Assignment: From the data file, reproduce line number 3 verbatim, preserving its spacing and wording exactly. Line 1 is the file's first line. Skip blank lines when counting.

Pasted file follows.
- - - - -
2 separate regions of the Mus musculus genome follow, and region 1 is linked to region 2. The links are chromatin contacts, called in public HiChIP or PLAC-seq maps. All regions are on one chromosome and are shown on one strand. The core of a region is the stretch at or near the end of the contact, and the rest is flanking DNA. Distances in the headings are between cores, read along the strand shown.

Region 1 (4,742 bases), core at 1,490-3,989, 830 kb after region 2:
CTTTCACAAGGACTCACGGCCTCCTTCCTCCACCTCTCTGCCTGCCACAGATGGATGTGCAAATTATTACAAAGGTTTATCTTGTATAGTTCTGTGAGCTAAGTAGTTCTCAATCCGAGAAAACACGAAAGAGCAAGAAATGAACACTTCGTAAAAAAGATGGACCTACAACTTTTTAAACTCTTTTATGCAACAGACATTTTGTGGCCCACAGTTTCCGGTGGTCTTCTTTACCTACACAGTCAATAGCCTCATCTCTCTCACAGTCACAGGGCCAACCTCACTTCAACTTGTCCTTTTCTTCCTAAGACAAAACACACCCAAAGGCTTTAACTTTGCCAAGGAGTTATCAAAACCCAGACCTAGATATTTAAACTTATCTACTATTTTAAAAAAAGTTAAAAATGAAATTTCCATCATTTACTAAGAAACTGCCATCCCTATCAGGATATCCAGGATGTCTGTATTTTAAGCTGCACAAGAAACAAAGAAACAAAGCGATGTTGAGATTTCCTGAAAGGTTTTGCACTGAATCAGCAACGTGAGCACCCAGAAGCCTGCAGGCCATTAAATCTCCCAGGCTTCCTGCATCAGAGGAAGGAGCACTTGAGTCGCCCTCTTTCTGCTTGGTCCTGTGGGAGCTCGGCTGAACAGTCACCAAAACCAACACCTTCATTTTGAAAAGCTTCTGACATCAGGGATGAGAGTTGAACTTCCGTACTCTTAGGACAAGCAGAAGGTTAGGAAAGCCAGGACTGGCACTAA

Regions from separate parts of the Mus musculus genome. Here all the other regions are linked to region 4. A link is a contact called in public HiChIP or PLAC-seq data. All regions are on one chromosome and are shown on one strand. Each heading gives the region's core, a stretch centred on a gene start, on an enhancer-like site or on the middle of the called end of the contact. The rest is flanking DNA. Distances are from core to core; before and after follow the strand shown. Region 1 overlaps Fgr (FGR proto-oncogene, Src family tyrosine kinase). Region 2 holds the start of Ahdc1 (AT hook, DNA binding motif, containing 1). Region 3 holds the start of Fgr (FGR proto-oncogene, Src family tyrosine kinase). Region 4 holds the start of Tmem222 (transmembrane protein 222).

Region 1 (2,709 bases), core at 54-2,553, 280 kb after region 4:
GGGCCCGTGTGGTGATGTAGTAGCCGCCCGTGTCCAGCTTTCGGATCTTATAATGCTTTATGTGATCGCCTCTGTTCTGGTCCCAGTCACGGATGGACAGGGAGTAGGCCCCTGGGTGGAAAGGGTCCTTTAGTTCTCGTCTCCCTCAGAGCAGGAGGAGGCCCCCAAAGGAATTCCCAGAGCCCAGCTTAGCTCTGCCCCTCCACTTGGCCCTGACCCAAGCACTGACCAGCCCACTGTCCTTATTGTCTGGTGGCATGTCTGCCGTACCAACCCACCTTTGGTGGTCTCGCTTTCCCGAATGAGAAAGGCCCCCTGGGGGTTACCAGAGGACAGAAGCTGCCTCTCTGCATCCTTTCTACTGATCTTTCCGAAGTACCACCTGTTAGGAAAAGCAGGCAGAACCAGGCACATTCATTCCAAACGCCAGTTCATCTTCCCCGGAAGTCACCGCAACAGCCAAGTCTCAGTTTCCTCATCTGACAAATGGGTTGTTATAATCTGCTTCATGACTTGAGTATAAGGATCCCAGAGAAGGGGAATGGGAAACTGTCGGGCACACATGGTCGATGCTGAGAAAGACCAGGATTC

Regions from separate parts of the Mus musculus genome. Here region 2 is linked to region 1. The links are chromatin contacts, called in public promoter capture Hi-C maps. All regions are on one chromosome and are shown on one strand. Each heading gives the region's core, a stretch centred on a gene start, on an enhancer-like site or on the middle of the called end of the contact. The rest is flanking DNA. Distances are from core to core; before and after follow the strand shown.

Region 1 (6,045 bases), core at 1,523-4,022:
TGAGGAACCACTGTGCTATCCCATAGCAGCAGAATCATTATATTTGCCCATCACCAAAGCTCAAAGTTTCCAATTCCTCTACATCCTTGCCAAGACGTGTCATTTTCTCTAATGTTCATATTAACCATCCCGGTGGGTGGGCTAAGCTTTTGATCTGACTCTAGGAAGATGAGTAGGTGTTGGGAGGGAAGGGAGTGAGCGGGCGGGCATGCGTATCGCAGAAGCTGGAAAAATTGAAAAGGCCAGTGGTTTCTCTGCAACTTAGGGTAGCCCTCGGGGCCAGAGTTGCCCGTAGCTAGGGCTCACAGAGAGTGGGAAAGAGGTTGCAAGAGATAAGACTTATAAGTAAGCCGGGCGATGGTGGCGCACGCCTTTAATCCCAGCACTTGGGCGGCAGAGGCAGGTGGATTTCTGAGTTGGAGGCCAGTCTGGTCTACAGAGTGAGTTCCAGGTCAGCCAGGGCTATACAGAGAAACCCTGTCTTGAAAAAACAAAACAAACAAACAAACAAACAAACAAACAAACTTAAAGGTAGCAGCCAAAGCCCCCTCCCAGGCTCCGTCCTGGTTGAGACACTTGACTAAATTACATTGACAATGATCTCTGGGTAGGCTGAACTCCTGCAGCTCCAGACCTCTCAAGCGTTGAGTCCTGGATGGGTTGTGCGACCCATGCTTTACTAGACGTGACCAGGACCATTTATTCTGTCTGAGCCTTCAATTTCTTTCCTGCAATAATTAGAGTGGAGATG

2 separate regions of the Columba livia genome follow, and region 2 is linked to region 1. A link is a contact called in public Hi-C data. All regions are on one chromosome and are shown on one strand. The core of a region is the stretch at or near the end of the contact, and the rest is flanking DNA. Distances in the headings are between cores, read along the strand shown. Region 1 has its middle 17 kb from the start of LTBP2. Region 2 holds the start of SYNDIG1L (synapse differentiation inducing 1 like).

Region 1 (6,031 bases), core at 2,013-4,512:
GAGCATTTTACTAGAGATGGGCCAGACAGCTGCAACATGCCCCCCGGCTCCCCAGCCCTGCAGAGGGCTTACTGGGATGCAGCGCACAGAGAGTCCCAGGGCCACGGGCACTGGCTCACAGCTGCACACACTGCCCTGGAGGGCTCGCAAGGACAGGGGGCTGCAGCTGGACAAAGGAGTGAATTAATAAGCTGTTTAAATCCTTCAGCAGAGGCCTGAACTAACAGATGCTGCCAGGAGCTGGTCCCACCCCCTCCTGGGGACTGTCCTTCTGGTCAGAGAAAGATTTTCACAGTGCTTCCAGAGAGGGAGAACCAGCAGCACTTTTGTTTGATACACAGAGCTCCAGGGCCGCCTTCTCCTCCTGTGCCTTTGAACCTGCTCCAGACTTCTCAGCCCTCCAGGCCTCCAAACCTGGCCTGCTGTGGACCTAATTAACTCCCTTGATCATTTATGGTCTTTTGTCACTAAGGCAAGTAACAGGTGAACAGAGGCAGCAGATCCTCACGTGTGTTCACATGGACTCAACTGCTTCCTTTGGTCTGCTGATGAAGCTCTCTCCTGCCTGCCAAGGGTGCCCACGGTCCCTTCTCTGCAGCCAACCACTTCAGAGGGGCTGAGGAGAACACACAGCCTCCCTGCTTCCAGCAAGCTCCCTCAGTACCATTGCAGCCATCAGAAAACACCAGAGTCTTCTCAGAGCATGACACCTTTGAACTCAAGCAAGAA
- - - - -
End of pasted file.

CTTTCACAAGGACTCACGGCCTCCTTCCTCCACCTCTCTGCCTGCCACAGATGGATGTGCAAATTATTACAAAGGTTTATCTTGTATAGTTCTGTGAGCTAAGTAGTTCTCAATCCGAGAAAACACGAAAGAGCAAGAAATGAACACTTCGTAAAAAAGATGGACCTACAACTTTTTAAACTCTTTTATGCAACAGACATTTTGTGGCCCACAGTTTCCGGTGGTCTTCTTTACCTACACAGTCAATAGCCTCATCTCTCTCACAGTCACAGGGCCAACCTCACTTCAACTTGTCCTTTTCTTCCTAAGACAAAACACACCCAAAGGCTTTAACTTTGCCAAGGAGTTATCAAAACCCAGACCTAGATATTTAAACTTATCTACTATTTTAAAAAAAGTTAAAAATGAAATTTCCATCATTTACTAAGAAACTGCCATCCCTATCAGGATATCCAGGATGTCTGTATTTTAAGCTGCACAAGAAACAAAGAAACAAAGCGATGTTGAGATTTCCTGAAAGGTTTTGCACTGAATCAGCAACGTGAGCACCCAGAAGCCTGCAGGCCATTAAATCTCCCAGGCTTCCTGCATCAGAGGAAGGAGCACTTGAGTCGCCCTCTTTCTGCTTGGTCCTGTGGGAGCTCGGCTGAACAGTCACCAAAACCAACACCTTCATTTTGAAAAGCTTCTGACATCAGGGATGAGAGTTGAACTTCCGTACTCTTAGGACAAGCAGAAGGTTAGGAAAGCCAGGACTGGCACTAA